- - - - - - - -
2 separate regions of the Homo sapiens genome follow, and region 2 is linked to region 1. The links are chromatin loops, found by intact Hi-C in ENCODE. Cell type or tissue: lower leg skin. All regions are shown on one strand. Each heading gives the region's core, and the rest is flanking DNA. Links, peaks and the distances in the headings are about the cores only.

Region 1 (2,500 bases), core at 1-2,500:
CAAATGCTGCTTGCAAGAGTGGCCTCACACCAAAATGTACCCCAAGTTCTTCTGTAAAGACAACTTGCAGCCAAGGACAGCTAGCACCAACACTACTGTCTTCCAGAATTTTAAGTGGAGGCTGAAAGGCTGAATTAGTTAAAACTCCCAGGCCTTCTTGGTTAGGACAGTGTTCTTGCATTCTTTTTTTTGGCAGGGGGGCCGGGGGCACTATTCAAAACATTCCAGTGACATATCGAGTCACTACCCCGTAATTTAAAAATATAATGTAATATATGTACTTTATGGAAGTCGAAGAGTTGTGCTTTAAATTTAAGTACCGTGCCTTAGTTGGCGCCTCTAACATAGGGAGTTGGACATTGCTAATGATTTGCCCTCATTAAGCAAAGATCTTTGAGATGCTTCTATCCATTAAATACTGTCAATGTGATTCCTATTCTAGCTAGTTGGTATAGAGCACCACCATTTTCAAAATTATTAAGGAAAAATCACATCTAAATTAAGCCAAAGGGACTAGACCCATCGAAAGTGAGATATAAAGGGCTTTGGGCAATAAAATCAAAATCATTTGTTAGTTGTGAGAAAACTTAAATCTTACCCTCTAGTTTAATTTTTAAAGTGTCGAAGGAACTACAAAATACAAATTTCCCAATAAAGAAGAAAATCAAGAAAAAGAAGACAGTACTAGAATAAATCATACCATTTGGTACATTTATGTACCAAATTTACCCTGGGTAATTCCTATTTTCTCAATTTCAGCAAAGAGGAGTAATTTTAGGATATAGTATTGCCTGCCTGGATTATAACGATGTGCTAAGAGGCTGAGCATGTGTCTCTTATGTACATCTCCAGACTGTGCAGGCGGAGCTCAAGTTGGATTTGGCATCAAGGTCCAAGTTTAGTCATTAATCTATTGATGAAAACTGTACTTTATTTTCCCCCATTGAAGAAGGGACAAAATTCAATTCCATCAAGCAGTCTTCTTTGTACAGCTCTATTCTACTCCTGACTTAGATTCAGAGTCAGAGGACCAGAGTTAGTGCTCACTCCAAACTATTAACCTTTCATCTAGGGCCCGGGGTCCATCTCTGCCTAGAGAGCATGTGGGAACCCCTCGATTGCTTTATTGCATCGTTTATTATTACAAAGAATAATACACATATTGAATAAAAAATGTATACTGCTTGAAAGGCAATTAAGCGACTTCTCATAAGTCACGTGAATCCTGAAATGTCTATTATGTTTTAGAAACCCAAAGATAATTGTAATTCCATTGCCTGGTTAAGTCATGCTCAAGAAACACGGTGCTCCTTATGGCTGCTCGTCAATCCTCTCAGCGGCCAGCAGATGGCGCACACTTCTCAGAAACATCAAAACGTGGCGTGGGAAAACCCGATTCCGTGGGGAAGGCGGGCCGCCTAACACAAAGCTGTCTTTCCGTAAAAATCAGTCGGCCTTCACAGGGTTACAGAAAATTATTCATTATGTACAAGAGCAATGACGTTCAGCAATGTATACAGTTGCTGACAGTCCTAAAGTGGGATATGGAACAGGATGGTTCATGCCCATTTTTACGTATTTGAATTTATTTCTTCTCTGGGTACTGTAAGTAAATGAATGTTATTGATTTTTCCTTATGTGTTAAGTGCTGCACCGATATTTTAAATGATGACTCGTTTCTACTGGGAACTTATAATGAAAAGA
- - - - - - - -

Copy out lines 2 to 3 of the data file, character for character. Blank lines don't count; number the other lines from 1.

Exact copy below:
Region 1 (2,500 bases), core at 1-2,500:
CAAATGCTGCTTGCAAGAGTGGCCTCACACCAAAATGTACCCCAAGTTCTTCTGTAAAGACAACTTGCAGCCAAGGACAGCTAGCACCAACACTACTGTCTTCCAGAATTTTAAGTGGAGGCTGAAAGGCTGAATTAGTTAAAACTCCCAGGCCTTCTTGGTTAGGACAGTGTTCTTGCATTCTTTTTTTTGGCAGGGGGGCCGGGGGCACTATTCAAAACATTCCAGTGACATATCGAGTCACTACCCCGTAATTTAAAAATATAATGTAATATATGTACTTTATGGAAGTCGAAGAGTTGTGCTTTAAATTTAAGTACCGTGCCTTAGTTGGCGCCTCTAACATAGGGAGTTGGACATTGCTAATGATTTGCCCTCATTAAGCAAAGATCTTTGAGATGCTTCTATCCATTAAATACTGTCAATGTGATTCCTATTCTAGCTAGTTGGTATAGAGCACCACCATTTTCAAAATTATTAAGGAAAAATCACATCTAAATTAAGCCAAAGGGACTAGACCCATCGAAAGTGAGATATAAAGGGCTTTGGGCAATAAAATCAAAATCATTTGTTAGTTGTGAGAAAACTTAAATCTTACCCTCTAGTTTAATTTTTAAAGTGTCGAAGGAACTACAAAATACAAATTTCCCAATAAAGAAGAAAATCAAGAAAAAGAAGACAGTACTAGAATAAATCATACCATTTGGTACATTTATGTACCAAATTTACCCTGGGTAATTCCTATTTTCTCAATTTCAGCAAAGAGGAGTAATTTTAGGATATAGTATTGCCTGCCTGGATTATAACGATGTGCTAAGAGGCTGAGCATGTGTCTCTTATGTACATCTCCAGACTGTGCAGGCGGAGCTCAAGTTGGATTTGGCATCAAGGTCCAAGTTTAGTCATTAATCTATTGATGAAAACTGTACTTTATTTTCCCCCATTGAAGAAGGGACAAAATTCAATTCCATCAAGCAGTCTTCTTTGTACAGCTCTATTCTACTCCTGACTTAGATTCAGAGTCAGAGGACCAGAGTTAGTGCTCACTCCAAACTATTAACCTTTCATCTAGGGCCCGGGGTCCATCTCTGCCTAGAGAGCATGTGGGAACCCCTCGATTGCTTTATTGCATCGTTTATTATTACAAAGAATAATACACATATTGAATAAAAAATGTATACTGCTTGAAAGGCAATTAAGCGACTTCTCATAAGTCACGTGAATCCTGAAATGTCTATTATGTTTTAGAAACCCAAAGATAATTGTAATTCCATTGCCTGGTTAAGTCATGCTCAAGAAACACGGTGCTCCTTATGGCTGCTCGTCAATCCTCTCAGCGGCCAGCAGATGGCGCACACTTCTCAGAAACATCAAAACGTGGCGTGGGAAAACCCGATTCCGTGGGGAAGGCGGGCCGCCTAACACAAAGCTGTCTTTCCGTAAAAATCAGTCGGCCTTCACAGGGTTACAGAAAATTATTCATTATGTACAAGAGCAATGACGTTCAGCAATGTATACAGTTGCTGACAGTCCTAAAGTGGGATATGGAACAGGATGGTTCATGCCCATTTTTACGTATTTGAATTTATTTCTTCTCTGGGTACTGTAAGTAAATGAATGTTATTGATTTTTCCTTATGTGTTAAGTGCTGCACCGATATTTTAAATGATGACTCGTTTCTACTGGGAACTTATAATGAAAAGA